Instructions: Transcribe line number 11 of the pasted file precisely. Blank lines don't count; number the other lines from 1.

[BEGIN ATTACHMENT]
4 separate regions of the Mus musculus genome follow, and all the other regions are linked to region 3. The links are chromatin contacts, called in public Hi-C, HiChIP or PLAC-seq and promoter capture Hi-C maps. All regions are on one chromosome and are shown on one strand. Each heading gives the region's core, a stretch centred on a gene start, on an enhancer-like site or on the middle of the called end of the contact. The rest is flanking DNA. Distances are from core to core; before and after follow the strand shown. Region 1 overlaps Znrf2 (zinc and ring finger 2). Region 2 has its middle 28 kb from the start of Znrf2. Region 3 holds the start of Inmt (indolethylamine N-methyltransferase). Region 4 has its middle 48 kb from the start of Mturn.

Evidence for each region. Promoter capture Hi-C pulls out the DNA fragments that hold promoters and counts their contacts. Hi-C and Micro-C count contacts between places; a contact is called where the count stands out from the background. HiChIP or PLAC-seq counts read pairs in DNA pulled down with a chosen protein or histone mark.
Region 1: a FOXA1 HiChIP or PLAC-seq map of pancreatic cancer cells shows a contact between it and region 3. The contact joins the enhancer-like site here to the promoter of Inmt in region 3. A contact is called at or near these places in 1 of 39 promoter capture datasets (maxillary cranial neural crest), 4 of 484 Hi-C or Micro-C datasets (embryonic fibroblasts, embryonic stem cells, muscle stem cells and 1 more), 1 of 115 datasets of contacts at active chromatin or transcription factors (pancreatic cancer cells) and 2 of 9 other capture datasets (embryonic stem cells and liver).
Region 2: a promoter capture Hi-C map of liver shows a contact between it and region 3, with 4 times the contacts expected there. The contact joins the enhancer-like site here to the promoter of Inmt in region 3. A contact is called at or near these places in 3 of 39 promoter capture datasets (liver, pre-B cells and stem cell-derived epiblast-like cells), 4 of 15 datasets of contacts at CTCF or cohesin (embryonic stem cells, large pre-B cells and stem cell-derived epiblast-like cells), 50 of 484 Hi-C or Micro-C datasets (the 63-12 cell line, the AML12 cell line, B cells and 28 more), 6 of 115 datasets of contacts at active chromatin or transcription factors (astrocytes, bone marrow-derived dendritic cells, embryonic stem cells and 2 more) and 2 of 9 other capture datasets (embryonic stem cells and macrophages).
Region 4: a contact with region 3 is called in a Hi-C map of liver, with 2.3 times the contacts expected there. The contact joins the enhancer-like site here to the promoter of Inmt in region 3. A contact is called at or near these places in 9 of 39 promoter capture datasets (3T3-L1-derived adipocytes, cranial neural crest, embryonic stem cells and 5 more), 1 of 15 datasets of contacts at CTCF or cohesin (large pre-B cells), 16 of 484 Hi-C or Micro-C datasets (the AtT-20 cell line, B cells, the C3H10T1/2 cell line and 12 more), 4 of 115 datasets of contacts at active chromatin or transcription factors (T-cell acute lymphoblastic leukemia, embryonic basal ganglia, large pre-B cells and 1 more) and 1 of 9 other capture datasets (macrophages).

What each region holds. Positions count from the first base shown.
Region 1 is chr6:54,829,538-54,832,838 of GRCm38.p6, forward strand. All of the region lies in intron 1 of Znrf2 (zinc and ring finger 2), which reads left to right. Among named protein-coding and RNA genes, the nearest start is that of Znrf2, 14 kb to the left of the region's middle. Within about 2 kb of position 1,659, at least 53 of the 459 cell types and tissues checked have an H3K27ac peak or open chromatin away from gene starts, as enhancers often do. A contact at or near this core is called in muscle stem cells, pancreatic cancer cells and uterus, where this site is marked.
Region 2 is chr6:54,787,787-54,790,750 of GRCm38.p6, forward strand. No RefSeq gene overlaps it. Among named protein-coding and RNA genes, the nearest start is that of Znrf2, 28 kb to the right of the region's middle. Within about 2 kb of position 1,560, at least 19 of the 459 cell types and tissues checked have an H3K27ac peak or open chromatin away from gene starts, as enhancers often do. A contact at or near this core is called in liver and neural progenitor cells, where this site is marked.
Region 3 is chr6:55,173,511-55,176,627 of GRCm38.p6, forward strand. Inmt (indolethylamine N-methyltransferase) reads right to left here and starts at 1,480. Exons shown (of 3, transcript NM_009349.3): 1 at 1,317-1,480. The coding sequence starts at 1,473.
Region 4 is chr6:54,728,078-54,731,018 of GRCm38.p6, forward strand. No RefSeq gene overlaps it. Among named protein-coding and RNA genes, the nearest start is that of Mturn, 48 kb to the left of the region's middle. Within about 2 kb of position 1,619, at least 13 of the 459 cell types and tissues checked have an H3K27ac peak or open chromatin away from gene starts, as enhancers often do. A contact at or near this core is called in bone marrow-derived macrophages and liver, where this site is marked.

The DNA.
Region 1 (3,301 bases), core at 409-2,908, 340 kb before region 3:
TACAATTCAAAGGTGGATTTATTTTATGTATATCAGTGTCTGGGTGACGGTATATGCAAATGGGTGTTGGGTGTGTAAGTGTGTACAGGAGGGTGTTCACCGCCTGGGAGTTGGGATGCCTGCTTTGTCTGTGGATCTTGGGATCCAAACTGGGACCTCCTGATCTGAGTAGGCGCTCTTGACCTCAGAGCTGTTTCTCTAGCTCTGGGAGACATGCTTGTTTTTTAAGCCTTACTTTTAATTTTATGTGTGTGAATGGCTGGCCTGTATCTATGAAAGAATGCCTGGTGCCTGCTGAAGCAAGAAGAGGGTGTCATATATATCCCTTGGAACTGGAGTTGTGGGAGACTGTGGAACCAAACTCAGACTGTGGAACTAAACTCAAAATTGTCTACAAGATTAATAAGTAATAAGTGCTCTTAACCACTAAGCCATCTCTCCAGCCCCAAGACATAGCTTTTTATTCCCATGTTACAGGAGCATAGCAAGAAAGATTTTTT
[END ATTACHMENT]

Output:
The DNA.